Supported Lipid Bilayers for Atomic Force Microscopy Studies
Methods in molecular biology, January 2018
Zhengjian Lv, Siddhartha Banerjee, Karen Zagorski, Yuri L. Lyubchenko, Lv, Zhengjian, Banerjee, Siddhartha, Zagorski, Karen, Lyubchenko, Yuri L.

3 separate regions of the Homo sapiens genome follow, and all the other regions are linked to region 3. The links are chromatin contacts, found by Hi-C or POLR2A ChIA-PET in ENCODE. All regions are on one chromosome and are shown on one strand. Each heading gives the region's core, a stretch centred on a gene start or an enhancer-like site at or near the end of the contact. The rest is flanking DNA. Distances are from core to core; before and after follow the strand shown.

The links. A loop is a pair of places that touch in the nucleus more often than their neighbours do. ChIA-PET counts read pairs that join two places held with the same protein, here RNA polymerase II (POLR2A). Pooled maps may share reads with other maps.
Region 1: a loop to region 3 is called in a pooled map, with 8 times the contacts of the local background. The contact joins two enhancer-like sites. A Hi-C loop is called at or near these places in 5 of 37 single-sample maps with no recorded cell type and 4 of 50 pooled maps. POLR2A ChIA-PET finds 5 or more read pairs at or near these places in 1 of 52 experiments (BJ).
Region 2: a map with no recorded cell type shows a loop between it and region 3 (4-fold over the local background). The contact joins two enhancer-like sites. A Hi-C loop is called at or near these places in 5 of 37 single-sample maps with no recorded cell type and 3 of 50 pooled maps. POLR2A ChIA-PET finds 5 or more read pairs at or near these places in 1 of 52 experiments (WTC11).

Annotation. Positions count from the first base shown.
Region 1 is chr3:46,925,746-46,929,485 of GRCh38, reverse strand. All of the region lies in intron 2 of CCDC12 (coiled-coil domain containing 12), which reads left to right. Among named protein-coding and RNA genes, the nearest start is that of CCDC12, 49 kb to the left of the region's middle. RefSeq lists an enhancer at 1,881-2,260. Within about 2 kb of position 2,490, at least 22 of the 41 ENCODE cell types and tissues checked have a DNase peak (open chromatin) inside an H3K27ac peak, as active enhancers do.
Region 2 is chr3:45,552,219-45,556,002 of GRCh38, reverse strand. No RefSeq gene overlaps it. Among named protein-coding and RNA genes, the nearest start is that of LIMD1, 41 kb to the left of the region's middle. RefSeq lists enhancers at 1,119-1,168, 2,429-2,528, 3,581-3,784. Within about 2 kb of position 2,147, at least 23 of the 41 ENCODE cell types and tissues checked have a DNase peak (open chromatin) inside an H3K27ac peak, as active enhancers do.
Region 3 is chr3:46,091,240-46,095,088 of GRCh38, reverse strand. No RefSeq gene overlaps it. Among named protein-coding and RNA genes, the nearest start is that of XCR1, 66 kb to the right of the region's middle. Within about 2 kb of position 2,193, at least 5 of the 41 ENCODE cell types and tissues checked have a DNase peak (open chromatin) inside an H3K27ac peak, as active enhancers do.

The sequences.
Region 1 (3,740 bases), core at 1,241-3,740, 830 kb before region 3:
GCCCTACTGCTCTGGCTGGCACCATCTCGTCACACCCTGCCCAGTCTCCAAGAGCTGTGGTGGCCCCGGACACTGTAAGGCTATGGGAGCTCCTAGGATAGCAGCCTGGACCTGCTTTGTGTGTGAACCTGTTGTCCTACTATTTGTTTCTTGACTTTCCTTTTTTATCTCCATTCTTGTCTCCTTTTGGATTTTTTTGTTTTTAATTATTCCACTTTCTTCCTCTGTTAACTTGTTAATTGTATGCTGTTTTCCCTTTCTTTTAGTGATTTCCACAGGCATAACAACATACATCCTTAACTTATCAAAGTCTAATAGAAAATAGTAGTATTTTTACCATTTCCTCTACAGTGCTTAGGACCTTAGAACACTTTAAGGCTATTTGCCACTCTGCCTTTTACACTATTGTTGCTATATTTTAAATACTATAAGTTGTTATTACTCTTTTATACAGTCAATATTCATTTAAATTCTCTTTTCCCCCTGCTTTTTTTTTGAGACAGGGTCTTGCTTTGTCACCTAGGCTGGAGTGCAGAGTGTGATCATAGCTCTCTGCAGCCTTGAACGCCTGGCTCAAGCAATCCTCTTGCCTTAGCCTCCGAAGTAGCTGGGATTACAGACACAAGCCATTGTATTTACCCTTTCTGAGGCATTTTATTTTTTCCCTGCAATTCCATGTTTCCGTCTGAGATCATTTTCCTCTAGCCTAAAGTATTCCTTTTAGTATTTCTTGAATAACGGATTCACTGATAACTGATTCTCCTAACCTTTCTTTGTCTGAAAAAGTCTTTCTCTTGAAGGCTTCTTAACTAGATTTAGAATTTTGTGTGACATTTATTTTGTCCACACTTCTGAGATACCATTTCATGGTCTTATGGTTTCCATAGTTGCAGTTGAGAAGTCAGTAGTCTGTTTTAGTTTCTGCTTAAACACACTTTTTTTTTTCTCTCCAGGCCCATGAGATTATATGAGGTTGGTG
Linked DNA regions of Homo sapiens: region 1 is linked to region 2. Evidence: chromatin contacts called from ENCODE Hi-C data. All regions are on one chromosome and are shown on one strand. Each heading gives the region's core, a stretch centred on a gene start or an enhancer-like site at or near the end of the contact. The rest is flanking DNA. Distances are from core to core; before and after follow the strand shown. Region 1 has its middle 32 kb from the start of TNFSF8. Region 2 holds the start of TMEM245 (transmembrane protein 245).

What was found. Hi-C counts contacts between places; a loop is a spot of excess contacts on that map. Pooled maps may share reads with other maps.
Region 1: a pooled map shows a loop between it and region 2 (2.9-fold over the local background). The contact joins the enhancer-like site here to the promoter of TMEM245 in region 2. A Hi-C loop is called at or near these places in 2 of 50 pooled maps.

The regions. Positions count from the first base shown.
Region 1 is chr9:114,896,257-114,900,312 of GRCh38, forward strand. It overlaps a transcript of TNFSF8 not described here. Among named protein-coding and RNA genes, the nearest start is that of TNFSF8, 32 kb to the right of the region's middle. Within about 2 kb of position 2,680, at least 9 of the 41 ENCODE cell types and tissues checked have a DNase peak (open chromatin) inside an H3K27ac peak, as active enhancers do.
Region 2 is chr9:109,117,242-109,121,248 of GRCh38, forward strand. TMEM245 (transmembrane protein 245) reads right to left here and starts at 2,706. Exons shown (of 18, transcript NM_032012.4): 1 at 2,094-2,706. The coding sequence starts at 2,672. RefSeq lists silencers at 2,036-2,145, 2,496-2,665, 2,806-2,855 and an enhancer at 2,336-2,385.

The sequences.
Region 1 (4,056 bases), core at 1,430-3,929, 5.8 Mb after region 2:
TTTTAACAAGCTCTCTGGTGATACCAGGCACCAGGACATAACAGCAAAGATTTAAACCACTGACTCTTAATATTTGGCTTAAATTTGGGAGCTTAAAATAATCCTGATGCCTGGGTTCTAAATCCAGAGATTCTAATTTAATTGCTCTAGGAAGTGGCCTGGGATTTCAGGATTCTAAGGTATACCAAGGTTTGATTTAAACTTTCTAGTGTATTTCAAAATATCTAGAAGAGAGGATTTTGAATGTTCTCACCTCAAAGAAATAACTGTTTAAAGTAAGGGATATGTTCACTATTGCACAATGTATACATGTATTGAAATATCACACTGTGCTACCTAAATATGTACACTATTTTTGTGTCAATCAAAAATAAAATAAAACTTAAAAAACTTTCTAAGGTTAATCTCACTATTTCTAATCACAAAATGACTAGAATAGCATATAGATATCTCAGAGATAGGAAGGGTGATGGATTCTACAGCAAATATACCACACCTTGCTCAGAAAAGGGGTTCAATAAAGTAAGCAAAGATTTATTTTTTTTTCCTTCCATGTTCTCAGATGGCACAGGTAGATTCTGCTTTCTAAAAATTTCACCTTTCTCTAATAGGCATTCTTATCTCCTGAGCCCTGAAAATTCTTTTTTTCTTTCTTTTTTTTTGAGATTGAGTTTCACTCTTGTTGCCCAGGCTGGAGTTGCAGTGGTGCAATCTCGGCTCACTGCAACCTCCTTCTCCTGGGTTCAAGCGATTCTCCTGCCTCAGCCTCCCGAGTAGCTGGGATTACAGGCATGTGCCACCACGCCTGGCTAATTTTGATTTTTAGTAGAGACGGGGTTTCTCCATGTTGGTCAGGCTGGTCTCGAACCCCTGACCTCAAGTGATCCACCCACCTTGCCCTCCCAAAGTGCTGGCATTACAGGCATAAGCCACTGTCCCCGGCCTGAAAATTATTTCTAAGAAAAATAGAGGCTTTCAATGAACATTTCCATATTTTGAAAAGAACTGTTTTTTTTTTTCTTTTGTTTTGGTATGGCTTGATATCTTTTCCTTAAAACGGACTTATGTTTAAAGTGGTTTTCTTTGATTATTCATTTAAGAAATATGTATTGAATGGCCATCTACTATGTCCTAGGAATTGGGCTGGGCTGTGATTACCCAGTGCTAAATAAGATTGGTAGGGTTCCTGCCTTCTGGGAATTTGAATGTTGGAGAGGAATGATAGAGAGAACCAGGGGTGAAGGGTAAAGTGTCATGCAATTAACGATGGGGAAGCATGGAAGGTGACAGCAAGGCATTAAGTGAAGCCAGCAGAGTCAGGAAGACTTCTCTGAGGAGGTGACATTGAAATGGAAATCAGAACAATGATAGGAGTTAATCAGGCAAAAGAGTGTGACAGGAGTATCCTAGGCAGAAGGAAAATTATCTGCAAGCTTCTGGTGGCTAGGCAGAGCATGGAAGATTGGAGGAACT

Nanoimaging methods, atomic force microscopy (AFM) in particular, are widely used to study the interaction of biological molecules with the supported lipid bilayer (SLB), which itself is a traditional model for cellular membranes. Success in these studies is based on the availability of a stable SLB for the required observation period, which can extend several hours. The application of AFM requires that the SLB have a smooth morphology, thus enabling visualization of proteins and other molecules on its surface. Herein, we describe protocols for SLB assembly by using 1-palmitoyl-2-oleoyl-sn-glycero-3-phosphocholine (POPC) and 1-palmitoyl-2-oleoyl-sn-glycero-3-phospho-L-serine (POPS) on a mica support. Our methodology enables us to assemble defect-free POPC and POPS SLBs that remain stable for at least 8 h. The application of such smooth and stable surfaces is illustrated by monitoring of the on-surface aggregation of amyloid proteins with the use of time-lapse AFM.
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